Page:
Over the past decade, the number of women working in baseball has steadily increased. So, too, has the number of women attending the Women in Baseball Leadership Event.This year's Women in Baseball Leadership Event took place Tuesday, the second full day of the Baseball Winter Meetings. Approximately 150 women, all
Over the past decade, the number of women working in baseball has steadily increased. So, too, has the number of women attending the Women in Baseball Leadership Event.
This year's Women in Baseball Leadership Event took place Tuesday, the second full day of the Baseball Winter Meetings. Approximately 150 women, all of them employed in the world of professional baseball, gathered in a Walt Disney World hotel conference room for the 10th iteration of this annual occasion.
The theme? Dream Big.
The first hour of the event was given over to a variety of speeches, with remarks from emcee Lara Juras -- the Atlanta Braves' senior vice president of human resources -- interwoven throughout. Minor League Baseball President Pat O'Conner, the only male speaker, conceded that, "This game's been run by a bunch of old white guys for too long." He said that hiring and supporting women was not only "morally and socially right," but also good for business for an industry featuring a fan base that is 50 percent women.
Ellen Harrigan, director of baseball administration for the Dodgers, celebrated the event's anniversary with a "Cheers to 10 Years" champagne toast. Veteran sportscaster Sam Ryan, the keynote speaker, then shared stories of the women who had inspired her throughout her career. These included personal sports journalism mentors Lesley Visser and Suzyn Waldman, as well as pioneering runner Kathrine Switzer. In 1967, Switzer became the first woman to run the Boston Marathon, despite the attempts of race officials to forcibly remove her from competition.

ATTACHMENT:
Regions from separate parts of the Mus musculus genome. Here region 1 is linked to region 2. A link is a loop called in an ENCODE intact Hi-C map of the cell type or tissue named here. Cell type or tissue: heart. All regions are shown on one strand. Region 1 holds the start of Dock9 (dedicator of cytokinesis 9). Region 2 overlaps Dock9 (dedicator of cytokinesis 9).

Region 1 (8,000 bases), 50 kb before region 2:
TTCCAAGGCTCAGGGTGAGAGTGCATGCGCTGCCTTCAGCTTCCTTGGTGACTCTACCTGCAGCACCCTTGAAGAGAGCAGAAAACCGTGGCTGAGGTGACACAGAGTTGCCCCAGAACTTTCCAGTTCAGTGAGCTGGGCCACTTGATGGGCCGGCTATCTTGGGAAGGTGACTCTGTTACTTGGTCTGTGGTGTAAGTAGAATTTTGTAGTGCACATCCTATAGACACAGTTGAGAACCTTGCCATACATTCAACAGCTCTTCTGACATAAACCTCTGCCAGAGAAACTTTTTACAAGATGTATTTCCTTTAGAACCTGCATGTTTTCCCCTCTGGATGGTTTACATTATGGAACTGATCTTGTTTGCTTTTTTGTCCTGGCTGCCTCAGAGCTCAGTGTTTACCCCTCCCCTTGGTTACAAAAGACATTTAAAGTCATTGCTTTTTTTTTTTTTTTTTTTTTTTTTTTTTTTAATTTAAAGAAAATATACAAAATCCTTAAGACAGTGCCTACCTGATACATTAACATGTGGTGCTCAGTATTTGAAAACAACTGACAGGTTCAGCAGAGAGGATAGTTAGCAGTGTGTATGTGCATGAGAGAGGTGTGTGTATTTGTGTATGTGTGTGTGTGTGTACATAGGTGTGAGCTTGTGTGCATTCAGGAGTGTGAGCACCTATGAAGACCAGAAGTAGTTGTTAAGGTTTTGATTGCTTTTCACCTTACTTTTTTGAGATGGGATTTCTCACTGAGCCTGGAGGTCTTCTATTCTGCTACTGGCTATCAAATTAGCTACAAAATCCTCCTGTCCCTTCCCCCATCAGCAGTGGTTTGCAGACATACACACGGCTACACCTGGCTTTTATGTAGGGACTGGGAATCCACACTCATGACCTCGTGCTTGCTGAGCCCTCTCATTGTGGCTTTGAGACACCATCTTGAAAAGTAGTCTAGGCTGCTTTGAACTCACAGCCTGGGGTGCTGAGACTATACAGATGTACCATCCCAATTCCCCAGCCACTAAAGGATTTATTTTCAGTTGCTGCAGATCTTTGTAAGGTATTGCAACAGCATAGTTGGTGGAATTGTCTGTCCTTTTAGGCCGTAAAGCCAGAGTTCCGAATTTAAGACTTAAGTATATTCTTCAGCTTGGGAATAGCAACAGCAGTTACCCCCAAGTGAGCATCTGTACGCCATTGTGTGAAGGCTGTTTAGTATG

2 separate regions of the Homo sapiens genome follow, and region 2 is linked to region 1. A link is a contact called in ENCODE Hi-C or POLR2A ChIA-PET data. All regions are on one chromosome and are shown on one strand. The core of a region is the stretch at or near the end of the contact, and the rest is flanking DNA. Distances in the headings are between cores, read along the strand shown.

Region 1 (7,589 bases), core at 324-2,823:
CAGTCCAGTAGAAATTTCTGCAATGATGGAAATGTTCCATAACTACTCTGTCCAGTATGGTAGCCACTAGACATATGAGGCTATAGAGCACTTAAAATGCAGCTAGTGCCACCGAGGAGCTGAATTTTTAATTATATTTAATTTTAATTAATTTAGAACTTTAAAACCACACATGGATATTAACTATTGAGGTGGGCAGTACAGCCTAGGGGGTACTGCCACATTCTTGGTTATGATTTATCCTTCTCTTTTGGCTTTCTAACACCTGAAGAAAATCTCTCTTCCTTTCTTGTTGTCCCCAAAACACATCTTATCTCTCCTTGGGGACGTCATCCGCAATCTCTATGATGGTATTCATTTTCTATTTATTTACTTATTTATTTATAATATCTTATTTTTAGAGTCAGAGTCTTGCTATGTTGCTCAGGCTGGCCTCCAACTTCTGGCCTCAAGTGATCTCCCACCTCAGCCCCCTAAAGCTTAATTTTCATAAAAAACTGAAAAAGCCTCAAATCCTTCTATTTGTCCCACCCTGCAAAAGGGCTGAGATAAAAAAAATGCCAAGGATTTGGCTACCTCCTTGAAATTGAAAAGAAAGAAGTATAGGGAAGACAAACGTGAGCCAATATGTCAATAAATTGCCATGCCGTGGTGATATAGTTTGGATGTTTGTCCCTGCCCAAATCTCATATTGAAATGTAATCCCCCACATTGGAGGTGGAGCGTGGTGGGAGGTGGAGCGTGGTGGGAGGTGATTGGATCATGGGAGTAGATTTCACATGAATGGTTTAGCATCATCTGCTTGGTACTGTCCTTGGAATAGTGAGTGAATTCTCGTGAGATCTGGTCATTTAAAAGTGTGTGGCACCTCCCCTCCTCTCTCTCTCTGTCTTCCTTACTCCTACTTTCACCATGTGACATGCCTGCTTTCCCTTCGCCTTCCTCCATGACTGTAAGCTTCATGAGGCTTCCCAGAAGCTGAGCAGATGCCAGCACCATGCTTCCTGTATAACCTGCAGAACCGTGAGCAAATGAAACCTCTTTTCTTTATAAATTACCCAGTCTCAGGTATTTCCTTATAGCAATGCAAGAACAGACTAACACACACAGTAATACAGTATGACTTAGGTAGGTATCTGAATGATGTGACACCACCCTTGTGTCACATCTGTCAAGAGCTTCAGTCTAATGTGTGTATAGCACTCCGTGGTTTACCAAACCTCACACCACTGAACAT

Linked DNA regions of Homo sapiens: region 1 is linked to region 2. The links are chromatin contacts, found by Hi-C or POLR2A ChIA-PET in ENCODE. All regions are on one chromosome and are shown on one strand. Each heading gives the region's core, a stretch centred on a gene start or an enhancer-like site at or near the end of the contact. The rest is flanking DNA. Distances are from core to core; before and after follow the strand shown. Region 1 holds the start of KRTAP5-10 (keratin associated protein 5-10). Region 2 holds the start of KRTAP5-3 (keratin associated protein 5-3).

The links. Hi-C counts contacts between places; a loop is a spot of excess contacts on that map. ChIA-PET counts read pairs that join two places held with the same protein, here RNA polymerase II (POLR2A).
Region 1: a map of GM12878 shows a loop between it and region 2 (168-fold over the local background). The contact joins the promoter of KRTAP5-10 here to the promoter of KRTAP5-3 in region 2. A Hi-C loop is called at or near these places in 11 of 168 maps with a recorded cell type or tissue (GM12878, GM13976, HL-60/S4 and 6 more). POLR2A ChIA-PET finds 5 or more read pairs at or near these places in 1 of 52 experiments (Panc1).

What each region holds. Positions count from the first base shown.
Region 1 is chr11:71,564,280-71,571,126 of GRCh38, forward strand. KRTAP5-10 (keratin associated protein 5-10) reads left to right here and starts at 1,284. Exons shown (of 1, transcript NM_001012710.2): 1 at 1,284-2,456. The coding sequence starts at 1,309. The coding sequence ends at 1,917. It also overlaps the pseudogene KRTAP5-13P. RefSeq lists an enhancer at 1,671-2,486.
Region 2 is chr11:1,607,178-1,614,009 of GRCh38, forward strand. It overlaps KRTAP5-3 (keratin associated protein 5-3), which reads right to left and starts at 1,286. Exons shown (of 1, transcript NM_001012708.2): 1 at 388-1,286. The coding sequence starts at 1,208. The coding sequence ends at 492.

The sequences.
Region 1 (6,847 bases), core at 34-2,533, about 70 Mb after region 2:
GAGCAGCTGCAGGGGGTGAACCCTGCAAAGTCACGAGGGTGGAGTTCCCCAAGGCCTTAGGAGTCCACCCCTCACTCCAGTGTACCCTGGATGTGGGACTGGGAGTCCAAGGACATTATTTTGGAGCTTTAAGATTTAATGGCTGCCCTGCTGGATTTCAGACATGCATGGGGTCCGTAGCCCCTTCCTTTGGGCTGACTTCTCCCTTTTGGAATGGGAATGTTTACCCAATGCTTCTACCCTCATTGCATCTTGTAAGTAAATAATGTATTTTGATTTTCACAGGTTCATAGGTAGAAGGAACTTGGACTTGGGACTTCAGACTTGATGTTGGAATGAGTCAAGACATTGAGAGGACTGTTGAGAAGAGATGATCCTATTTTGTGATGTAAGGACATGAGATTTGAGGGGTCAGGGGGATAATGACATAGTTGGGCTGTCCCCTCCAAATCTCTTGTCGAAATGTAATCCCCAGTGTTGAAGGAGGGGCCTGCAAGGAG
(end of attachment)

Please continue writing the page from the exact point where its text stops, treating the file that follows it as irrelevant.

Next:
"Prove them wrong. Always take the high road, but prove them wrong," Ryan concluded.
The majority of the Women in Baseball Leadership Event is given over to roundtable discussions on a wide variety of pre-selected issues. Topics included: Switching Your Career; Lifting Up the Next Generation of Women; Managing Bullying in the Workplace; Handling Difficult Conversations with Confidence; Building Your Own Coalition of Professional Allies; Having Male Advocates; #MeToo; and Unconscious Bias.
Mary Marandi, Minor League Baseball's assistant director of corporate communications, heads the event's organizing committee. She said the roundtable discussion topics are chosen after considering the input of those who have registered to attend.
"We take everyone's suggestions and ideas and compile a list of 20 topics that we think will be relevant to women of all experiences and ages," said Marandi. "It really does run the gamut, and hopefully the women feel like it's a forum for them to not only speak to other women but to learn and hear about their experiences and apply that to their career path.
"We have a moderator at each table that's tasked with keeping the conversation on track and keeping it positive and really giving all the women an opportunity to have a voice," she continued. "They begin the discussions on a topic, and then when the table moderator feels like we've reached a point where its hit a lull, then we move on to another topic. And with 20 topics, there's never going to be a lack of conversation."
Marandi was speaking as the roundtable discussions were in full swing, the entirety of the Swan Resort's Lake View conference room engulfed in conversation.
"This year's great because we're celebrating 10 years. The first event was in 2008 at the Las Vegas Winter Meetings," she said. "We have a lot of repeat women come who support the program and we have newcomers every year, which is exciting."